Wow, first Scotland, now Wales.
Landlords will have to be registered.
But to 'do business', such as draw up agreements or conduct viewings, they'll have to be licensed (cost and training) or appoint a licensed individual (likely an agent).
Could lettings agency go the way of EPCs, where marketing is secondary to regulatory requirements?
This is all in the Housing Wales Bill. But there's another bill on the horizon which aims to abolish Assured Shorthold Tenancies and replace them with something more 'secure' (whatever that means).
Is this the beginning of the end for accidental landlords? Is the easy money going to be too much hassle?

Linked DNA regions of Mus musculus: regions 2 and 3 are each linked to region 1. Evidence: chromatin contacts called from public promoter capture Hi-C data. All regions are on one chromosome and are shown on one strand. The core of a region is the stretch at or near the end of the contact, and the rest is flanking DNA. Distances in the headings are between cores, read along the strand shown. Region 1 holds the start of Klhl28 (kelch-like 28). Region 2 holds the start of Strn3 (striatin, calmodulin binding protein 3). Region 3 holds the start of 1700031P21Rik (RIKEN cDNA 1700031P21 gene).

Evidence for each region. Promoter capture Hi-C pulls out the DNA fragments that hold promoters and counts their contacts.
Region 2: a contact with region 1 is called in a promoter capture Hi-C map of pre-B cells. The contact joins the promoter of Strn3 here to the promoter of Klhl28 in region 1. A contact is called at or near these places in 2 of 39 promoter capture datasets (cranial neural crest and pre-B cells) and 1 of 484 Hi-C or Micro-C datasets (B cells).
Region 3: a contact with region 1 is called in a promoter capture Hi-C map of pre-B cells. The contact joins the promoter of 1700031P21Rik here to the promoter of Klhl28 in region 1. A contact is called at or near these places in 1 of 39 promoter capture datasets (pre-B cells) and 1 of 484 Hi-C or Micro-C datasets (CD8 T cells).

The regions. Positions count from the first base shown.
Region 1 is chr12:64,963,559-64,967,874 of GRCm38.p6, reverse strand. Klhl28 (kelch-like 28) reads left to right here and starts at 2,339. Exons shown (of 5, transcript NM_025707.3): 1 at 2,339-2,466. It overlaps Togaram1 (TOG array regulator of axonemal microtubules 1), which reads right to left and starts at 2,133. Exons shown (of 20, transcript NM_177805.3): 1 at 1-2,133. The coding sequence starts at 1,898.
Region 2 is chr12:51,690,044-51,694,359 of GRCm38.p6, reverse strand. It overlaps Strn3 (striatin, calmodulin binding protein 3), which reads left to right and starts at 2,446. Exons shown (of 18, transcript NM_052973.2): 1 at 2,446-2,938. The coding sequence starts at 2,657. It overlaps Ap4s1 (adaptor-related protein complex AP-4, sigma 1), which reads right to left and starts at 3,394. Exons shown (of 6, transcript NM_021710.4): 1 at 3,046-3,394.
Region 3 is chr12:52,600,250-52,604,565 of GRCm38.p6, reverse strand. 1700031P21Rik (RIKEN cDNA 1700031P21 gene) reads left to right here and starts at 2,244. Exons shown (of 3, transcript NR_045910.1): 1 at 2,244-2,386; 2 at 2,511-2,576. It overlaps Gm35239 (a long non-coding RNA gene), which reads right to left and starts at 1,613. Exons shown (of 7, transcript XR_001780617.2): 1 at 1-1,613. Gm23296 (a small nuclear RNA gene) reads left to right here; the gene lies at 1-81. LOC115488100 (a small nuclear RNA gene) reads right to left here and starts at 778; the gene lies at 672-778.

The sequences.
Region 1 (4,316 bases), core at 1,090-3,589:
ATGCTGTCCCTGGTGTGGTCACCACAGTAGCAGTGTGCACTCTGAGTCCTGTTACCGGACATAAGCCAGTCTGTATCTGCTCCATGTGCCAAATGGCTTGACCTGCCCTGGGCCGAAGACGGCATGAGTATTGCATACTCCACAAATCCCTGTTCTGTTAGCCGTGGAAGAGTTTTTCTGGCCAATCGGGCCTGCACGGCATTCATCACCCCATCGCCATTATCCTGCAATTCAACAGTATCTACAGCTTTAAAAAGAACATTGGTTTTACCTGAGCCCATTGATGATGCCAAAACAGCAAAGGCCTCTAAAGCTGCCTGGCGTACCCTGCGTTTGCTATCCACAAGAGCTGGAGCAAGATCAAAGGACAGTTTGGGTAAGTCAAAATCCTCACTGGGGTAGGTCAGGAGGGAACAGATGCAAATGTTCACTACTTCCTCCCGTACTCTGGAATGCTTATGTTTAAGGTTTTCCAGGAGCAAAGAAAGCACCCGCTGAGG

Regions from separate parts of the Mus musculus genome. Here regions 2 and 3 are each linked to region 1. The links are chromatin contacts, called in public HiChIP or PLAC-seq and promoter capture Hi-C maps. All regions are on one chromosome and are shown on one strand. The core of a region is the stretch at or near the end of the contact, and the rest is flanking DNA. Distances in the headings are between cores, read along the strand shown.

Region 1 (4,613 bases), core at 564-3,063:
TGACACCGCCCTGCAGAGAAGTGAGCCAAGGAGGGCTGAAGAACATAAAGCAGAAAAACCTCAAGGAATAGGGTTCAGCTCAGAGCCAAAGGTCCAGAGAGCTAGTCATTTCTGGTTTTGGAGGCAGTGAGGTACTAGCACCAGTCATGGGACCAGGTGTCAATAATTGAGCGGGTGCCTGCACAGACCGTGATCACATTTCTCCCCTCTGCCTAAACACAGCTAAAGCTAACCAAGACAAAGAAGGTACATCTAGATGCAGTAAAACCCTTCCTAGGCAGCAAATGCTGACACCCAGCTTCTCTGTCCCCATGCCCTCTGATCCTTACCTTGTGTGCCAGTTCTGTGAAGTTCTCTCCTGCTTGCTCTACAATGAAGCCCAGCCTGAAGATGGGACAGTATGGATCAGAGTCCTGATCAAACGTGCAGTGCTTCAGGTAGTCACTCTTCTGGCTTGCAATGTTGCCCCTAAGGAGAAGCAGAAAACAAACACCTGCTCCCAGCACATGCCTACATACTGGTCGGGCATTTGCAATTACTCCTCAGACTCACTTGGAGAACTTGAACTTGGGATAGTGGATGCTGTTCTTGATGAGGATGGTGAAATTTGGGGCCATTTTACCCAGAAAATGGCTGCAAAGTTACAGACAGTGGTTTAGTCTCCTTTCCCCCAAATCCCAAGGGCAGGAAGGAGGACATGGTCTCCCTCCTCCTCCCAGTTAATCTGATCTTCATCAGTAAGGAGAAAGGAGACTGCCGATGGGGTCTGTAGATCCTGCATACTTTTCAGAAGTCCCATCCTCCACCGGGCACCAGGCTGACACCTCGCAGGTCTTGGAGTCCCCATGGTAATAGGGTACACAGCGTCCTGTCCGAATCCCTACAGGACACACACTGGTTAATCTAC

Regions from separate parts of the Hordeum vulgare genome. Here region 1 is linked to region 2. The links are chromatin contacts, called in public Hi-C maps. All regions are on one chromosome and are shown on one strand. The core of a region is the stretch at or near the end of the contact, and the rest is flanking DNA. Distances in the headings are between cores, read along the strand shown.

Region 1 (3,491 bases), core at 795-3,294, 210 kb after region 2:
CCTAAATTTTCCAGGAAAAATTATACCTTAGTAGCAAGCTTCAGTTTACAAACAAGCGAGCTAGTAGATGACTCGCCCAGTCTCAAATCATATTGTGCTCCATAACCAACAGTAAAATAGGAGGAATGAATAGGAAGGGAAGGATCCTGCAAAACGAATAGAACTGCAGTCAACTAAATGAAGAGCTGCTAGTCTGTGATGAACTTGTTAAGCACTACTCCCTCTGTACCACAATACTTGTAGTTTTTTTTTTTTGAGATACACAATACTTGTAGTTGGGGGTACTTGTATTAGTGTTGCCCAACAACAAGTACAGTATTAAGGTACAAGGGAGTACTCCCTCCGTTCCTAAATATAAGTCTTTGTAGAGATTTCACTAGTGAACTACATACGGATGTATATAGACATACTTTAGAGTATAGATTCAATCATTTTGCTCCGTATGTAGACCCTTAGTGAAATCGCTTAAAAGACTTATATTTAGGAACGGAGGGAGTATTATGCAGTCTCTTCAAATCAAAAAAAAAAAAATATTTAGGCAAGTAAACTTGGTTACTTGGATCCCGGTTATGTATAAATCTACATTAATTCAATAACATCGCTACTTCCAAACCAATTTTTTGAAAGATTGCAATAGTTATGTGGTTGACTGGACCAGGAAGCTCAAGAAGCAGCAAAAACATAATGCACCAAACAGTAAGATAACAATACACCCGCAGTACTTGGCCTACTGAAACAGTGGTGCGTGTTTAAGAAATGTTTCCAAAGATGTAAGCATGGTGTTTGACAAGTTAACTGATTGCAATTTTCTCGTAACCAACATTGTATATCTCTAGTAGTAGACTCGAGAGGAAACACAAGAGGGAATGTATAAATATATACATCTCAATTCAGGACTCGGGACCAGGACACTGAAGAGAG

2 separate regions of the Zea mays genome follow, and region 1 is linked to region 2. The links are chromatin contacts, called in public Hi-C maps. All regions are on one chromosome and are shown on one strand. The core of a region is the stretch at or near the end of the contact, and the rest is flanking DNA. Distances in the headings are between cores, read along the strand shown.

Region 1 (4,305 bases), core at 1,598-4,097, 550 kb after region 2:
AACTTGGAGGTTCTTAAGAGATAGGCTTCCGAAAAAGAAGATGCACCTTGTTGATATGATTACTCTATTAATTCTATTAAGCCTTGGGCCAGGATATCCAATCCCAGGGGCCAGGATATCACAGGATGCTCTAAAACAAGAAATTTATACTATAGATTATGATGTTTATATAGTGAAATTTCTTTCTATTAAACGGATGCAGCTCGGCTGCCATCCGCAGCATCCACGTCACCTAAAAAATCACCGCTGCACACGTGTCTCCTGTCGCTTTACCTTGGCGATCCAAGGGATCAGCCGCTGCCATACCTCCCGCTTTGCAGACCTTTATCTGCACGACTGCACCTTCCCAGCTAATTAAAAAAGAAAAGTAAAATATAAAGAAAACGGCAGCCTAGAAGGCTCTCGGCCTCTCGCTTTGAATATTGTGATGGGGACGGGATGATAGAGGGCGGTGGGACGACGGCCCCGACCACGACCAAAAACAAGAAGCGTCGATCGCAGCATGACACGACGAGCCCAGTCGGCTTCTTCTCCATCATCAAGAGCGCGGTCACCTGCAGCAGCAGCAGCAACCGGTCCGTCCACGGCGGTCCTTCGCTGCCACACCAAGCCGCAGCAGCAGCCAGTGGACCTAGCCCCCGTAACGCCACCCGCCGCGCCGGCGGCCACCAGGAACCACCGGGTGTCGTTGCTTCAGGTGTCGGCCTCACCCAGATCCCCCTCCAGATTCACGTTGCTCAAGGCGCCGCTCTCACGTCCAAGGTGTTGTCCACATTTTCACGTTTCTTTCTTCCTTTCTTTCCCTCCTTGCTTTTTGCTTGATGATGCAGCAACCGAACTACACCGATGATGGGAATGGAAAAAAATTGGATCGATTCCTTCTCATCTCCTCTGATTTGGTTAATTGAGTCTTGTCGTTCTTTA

There has still not been any movement on possession procedures. Currently, a landlord can only regain possession of their property through lengthy and fiddly court procedures. This puts the power firmly in the hands of (usually poorly behaved) tenants. It also is a system which victimises social tenants on Local Housing Allowance, as Local Authorities advise them (poorly) to be evicted through court if they want to find another place to live.
If politicians and campaigners really care about tenants, this is where they need to focus: possession/eviction procedures cause much pain and confusion.
Part of the solution is abolishing the very flawed AST. But the focus needs to be on simplicity and choice, not on longer tenancies. Most tenants want security from eviction and rent rises, not to be tied in for longer.
Original story on Property Industry Eye http://www.propertyindustryeye.com/huge-changes-prs-wales-go-ahead/